[parsec-users] ferret-serial

Christian Bienia cbienia at CS.Princeton.EDU
Tue Mar 30 15:59:06 EDT 2010


Hey Jim,

 

Good to hear. Evaluating correctness of the output files is tough. Ferret
does similarity search, and evaluating how similar two pictures are is
inherently difficult. Ferret produces a ranking as text output that you can
use to check for correctness, but you need to pick one ranking that you
simply assume to be correct.

 

I've had some exposure to the GSL source code, but I quickly decided to stay
away from it. Your best course of action is probably to work with the latest
version publicly available and directly submit your patches to the GSL dev
team. You can get GSL from here: http://www.gnu.org/software/gsl/ We have
all of PARSEC and the included libraries running on amd64 cpus, so there
should be no fundamental problems on 64-bit CPUs.

 

The LSH libraries are indeed quite old, just like a couple other pieces of
code that ferret uses. It's mostly scientific code written by grad students
and post-docs, so don't expect too much.

 

I'm not too sure about the command line of the benchmark programs, it seems
those were used for the development of the benchmark version of ferret. I'll
poke Wei again, he did the work.

 

- Chris

 

 

 

 

From: parsec-users-bounces at lists.cs.princeton.edu
[mailto:parsec-users-bounces at lists.cs.princeton.edu] On Behalf Of Jim
Dempsey
Sent: Tuesday, March 30, 2010 11:59 AM
To: 'PARSEC Users'
Subject: [parsec-users] ferret-serial

 

Chris,

 

I think I have ferret-serial working now. At least it is churning away
producing an output file. As to the correctness???

Do you have a suggestion as to how to check the correctness of the output
file(s)? 

 

In the archive you sent to me there is a file named runbench2 containing
command lines like

 

./benchmark corel lsh image 50 "-L 8 -T 20" 25 1 out1

./benchmark corel lsh image 50 "-L 8 -T 20" 25 2 out2

./benchmark corel lsh image 50 "-L 8 -T 20" 25 3 out3

 

In looking at the command line parsing it appears that this command file has
an extra argument ( "-L 8 -T 20" )

this assumes 1, 2, 3, ... is number of threads and out1, out2, out3, ... are
output file names

 

db_dir = argv[1];    (corel)

table_name = argv[2];    (lsh)

query_dir = argv[3];    (image)

top_K = atoi(argv[4]); (50)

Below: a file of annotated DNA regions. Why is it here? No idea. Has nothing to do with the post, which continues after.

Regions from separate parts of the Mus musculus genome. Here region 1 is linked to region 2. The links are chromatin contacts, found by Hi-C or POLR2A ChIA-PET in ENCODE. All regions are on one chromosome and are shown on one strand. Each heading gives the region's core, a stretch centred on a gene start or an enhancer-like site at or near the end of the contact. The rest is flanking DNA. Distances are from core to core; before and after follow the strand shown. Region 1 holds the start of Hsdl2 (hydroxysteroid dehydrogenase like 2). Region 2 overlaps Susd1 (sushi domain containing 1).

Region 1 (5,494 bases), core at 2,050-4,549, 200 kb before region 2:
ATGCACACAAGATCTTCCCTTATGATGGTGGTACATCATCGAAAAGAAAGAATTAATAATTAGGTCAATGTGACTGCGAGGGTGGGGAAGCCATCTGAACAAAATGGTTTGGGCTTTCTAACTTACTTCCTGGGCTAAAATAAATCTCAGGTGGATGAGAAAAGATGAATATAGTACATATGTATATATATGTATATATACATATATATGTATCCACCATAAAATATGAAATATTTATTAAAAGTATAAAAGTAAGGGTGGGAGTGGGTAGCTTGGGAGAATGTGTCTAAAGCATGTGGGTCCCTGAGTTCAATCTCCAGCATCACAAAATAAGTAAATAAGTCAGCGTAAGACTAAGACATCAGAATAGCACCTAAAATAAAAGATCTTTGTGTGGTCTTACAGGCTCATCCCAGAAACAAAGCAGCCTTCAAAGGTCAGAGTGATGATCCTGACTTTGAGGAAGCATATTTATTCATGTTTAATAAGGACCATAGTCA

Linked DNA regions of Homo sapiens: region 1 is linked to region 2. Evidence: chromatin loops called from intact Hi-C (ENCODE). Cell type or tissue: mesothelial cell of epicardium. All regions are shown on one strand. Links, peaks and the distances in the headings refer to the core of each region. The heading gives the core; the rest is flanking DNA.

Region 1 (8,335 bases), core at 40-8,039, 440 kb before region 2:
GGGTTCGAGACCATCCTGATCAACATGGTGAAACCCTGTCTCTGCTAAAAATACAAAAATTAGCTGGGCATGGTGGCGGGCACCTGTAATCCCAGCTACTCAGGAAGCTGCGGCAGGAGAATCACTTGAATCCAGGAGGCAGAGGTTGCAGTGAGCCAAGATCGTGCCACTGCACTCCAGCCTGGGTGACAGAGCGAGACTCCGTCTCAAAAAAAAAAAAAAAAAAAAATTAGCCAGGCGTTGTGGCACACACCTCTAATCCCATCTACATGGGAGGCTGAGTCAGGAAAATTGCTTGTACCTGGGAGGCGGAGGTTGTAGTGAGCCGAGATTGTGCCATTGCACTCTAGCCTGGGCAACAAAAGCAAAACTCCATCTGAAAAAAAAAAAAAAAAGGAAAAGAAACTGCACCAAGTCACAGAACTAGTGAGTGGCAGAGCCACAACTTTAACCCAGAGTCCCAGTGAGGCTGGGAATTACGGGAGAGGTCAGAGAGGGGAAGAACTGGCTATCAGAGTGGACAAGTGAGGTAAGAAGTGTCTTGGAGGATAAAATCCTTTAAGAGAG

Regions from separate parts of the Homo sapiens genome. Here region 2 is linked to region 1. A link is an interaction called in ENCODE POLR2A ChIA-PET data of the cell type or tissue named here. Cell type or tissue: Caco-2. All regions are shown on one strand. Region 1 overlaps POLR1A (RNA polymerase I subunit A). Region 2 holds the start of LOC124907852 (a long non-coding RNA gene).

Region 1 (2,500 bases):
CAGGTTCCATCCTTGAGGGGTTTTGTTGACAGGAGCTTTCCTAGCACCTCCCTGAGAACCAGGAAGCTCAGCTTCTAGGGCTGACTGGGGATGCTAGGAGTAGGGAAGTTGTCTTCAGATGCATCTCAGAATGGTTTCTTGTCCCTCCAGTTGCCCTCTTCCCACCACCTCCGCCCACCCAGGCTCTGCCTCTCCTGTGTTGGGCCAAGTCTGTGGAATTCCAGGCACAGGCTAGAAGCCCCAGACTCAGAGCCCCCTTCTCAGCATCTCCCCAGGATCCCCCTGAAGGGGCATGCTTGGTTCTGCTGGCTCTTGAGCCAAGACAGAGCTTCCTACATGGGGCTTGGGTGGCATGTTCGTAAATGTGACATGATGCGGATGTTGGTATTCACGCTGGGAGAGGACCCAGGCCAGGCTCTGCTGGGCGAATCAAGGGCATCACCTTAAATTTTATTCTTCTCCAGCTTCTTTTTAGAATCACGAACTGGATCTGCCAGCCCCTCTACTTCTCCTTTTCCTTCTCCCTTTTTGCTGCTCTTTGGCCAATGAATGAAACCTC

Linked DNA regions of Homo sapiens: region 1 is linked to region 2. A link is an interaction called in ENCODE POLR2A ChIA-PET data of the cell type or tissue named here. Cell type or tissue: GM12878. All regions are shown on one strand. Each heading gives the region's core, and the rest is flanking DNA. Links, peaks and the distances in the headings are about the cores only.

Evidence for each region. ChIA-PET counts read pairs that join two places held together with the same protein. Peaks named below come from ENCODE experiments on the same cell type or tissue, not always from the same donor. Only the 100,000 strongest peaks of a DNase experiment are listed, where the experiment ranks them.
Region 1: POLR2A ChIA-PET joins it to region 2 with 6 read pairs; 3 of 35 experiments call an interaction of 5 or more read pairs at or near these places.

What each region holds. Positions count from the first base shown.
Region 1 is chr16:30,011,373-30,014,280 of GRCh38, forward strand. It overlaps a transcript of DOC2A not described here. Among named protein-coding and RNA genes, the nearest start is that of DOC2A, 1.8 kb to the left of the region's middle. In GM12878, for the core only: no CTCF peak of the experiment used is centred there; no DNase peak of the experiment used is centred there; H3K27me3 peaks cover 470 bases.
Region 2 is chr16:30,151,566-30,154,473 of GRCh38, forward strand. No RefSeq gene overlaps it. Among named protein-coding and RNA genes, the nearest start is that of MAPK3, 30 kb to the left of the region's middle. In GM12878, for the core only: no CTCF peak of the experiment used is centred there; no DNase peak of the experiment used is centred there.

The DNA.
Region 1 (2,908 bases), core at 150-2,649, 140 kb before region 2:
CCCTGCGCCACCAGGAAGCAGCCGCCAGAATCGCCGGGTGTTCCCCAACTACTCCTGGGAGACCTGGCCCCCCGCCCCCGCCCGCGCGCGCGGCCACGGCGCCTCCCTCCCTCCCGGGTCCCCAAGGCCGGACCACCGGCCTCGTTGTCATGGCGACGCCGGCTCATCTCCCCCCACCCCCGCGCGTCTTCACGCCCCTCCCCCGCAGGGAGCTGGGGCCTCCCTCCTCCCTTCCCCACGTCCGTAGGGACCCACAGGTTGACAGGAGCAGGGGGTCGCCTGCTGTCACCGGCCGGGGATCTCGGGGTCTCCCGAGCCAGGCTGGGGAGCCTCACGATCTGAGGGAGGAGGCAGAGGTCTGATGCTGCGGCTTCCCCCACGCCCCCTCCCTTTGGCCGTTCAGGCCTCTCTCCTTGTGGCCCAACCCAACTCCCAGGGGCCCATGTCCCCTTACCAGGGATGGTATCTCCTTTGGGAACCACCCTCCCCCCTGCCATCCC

DEPTH = atoi(argv[5]); ( "-L 8 -T 20"  ) ????????????? should this be
argv[6] ?

NTHREAD = atoi(argv[6]); (25)  ?????? should this be argv[7] ?

output_path = argv[7]; ( 1 ) ?????????? should this be argv[8]?

 

there is another command file named runbench that contains 3 additional
command line arguments.

 

Can you clarify what I should use as the correct command line arguments.

 

Summary of the adventure

 

The GSL library, although the functionality is good...

from a developer's perspective it needs some serious work.

 

The folder layout is fine excepting that the development folder layout is
different than the end user folder layout (with respect to include paths).

And the usage of the folder paths is inconsistent within the library. I made
changes to the GSL files here such that the path naming is consistent. The
GSL "people" may wish to change this, I have no objection to such a change
as long as the switch from developing the GSL library to test for end-user
use of GSL library requires changing only one path (not dozens as it is/was
now).

 

Another assumption in GSL is that void* references an object of size of 1
byte. IOW

 

  void* p = somewhere;

  ...

  p = p + n; // advance p by n bytes

 

In C++ the object to which p points is void and has no size (IOW not even a
size of 0)

 

In C is is valid to have

 

   someType* p = mallocOrOtherFunctionReturningVoidPonter(...)

 

Where in C++ this requires a cast. The cast is supported in C.

 

Additionally, I haven't experimented with x64 builds as of this time, but I
imagine portability problems.

 

LSH has similar problems.

 

In the components that open files, fopen is being called with "r" to read
binary files. It should be calling with "rb" to read binary files. Although
"r" works on Linux, it is not a correct. Should Linux require "r" to read
binary files then the appropriate measure is to define and use a macro name
as it was done in JMEMDOS.C, although I would recommend placing it into a
common header file, CONFIG.H or an include included by config.h.

 

Many of the rather large macros, required for C, should be revised to use
templates of C++. With the templates, you can actually debug the code.

 

In some of the support libraries there is the practice of

 

/* foo.c bla bla bla */

...

#ifdef ASDF

#include "something.c"

#endif

 

While the above does exactily what the makefile programmer wants to
accomplish, it makes it awkward for supporting the library using an
Integrated Development Environment. e.g. Solution explorer cannot have
source files in the solution.

 

I realize that these libraries were written many years ago, and at the time
these quirks may have been acceptible, however today, these libraries may
need a good dusting off to be servicable using todays development tools.

 

Jim Dempsey

 

-------------- next part --------------
An HTML attachment was scrubbed...
URL: <http://lists.cs.princeton.edu/pipermail/parsec-users/attachments/20100330/05fa6ea7/attachment.htm>


More information about the parsec-users mailing list